How to Cook for Two: 10 Easy Tips
Transitioning into an empty nest has a lot of layers – some of it practical and some of it emotional. This post focuses on something practical – figuring out how to cook for two when you have been making macaroni and cheese in bulk for 20 years.
I have put together 10 tips that I hope will help your journey from cooking for a big family to only cooking for two (or even one).
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How to Cook for Two: 10 Easy Tips
How to Cook for Two Tip #1: Your freezer is Your Best Friend
Your freezer is your best friend. I don’t mean like when you had a garage freezer full of bags of chicken breasts and other goodies you brought home from your monthly haul from Sam’s Club. I am talking about storing ingredients and small portions of meat and other supplies. But, to make it your best friend you need to do some preparation so that it does not become a black hole of freezer burned items that you eventually will throw away.
How to Cook for Two Tip #2: Know What is In Your Freezer
This means you need to know what is in your freezer. Sometimes I think I can keep track of it all in my head and I don’t keep a good inventory. But alas, I cannot. I buy the same things over and over because I do not know what is in there. Go through your freezer, throw away anything that is expired or that you know you are never going to use.
Then as you put it all back into the freezer in an organized way – a place for meat, vegetables, ingredients, desserts, cheeses, etc. and this is important – write down an inventory AND take a picture of it. I keep my inventory in my planner and re-write it each month. Use the inventory to meal plan and if you are at the store without a plan (which I never am….😉) you can look at the picture to remember what you already have.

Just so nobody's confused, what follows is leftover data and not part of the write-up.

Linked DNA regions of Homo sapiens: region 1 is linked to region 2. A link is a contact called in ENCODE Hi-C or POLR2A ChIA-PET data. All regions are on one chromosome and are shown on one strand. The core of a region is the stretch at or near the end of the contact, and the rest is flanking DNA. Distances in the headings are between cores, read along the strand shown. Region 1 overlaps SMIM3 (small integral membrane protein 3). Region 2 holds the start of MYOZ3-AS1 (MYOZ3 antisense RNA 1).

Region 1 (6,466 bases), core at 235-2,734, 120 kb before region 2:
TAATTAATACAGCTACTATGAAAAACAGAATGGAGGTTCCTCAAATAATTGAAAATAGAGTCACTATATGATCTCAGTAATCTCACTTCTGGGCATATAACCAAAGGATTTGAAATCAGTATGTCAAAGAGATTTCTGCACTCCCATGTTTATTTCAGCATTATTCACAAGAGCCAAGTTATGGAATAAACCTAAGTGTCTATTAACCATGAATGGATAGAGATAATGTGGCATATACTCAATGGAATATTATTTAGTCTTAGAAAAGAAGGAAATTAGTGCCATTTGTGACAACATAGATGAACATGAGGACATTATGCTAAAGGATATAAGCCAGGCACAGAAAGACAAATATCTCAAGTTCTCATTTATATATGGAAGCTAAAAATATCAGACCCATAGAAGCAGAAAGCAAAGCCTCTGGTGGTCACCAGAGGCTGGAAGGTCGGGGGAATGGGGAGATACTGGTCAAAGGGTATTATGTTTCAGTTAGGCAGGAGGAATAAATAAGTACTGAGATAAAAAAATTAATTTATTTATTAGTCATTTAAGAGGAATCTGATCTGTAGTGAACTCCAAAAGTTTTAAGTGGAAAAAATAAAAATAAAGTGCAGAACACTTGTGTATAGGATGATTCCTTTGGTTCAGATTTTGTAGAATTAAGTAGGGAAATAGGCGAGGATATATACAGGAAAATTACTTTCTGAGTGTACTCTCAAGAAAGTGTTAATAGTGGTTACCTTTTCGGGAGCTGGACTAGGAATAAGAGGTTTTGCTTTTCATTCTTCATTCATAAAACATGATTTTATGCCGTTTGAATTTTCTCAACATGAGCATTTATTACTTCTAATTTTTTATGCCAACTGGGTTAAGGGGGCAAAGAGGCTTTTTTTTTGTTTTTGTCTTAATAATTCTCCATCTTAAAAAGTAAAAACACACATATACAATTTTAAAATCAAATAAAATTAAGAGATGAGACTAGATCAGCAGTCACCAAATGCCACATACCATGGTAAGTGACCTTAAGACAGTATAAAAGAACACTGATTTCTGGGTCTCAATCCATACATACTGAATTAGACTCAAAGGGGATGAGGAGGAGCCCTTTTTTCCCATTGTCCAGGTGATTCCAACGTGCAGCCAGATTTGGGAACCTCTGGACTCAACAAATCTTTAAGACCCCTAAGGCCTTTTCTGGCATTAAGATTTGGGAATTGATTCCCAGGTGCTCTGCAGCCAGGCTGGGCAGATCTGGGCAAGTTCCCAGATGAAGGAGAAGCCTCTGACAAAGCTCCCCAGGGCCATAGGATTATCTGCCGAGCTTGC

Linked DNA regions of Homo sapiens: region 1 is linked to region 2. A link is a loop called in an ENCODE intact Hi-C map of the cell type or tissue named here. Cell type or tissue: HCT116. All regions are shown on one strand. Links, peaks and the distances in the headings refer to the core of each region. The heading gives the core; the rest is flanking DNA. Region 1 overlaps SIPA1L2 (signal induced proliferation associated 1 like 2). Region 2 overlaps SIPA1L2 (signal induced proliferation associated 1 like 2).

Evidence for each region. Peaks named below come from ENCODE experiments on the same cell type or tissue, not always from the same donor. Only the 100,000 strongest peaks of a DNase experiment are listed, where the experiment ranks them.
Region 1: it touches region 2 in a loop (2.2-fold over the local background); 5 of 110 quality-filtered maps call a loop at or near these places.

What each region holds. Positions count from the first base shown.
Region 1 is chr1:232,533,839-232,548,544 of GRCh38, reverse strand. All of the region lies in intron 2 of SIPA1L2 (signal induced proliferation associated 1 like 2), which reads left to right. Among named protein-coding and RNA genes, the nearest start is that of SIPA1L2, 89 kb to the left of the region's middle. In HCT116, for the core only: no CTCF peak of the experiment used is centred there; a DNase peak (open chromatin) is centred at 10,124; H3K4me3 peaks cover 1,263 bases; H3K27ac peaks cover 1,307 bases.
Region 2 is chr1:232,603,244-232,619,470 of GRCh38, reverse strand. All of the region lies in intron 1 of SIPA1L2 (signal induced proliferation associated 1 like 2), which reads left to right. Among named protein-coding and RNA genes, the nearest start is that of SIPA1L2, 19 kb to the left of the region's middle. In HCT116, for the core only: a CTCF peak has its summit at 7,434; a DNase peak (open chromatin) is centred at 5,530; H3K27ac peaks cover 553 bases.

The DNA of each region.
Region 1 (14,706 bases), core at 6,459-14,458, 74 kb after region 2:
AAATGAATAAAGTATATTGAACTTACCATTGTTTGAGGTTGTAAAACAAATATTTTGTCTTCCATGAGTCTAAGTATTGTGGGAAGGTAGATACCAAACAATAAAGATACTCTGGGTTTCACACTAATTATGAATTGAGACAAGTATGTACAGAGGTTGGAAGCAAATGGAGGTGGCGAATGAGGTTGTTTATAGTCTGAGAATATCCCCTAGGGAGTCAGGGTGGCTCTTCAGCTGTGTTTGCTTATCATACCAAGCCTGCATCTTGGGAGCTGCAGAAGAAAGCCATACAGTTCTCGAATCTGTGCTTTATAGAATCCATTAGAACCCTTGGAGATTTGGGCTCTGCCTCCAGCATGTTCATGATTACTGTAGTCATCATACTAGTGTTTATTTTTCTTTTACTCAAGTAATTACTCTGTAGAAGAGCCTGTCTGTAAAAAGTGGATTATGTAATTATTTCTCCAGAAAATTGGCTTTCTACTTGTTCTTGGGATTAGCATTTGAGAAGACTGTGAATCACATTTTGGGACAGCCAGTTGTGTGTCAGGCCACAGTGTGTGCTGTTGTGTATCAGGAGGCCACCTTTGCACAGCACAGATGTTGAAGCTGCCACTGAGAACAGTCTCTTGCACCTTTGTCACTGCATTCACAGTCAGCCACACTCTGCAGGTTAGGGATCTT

I freeze cheeses like shredded mozzarella (which is in many of my favorite recipes). It is an expensive ingredient and hard to buy only a few tablespoons at a time. Use can also freeze fresh herbs, but I think that is kind of a pain, so I take the hit on them when I buy some for a recipe.
How to Cook for Two Tip #3: Know How Long You Can Store Food Items
You also need a list of how long you can store each item, so you will know what to throw away, what to keep, and what to use first. The FDA provides a pdf refrigerator freezer storage guideline chart. AND did you know there is actually an App for this? The USDA Food Keeper App tells you how long you can refrigerate or freeze most any food you can think of.
There is also a section for food recalls. You ever hear one of those alarming announcements that 50 people have listeria from a product you think you may use? You can look in the app for exactly what product it is, the manufacture dates, and any other information available.
One thing to note is the FDA says most things can be frozen indefinitely without a safety concern. The dates are for the quality of the item. So if you want to keep something that is supposed to be stored for 3 months, but it has been 4, you can keep it. It just might not taste exactly like you want it to.
How to Cook for Two Tip #4: Stop Buying in Bulk
Now that your freezer is ready for meal planning and shopping, let’s talk about your trips to the grocery store. It is time to stop buying things in bulk (unless you know you are going to use them) and calculating unit costs to get the best deal. It does not do any good to buy something at a low unit cost if you are going to throw out half of it. Buy only the amount you need or can effectively store.
How to Cook for Two Tip #5: Treat Yourself
Treat yourself! Now that the kids are grown one way to celebrate your empty nest is to eat better. Buy good quality foods and good quality cuts of meat. No more pizza rolls and pre-breaded chicken strips. Buy what you want to eat and cook what you want to cook.
How to Cook for Two Tip #6: Cook for Three
Cook for three. What do I mean by this? I usually make three servings of meals and eat the 3rd serving for lunch the next day. It is a way better lunch than a sandwich and chips.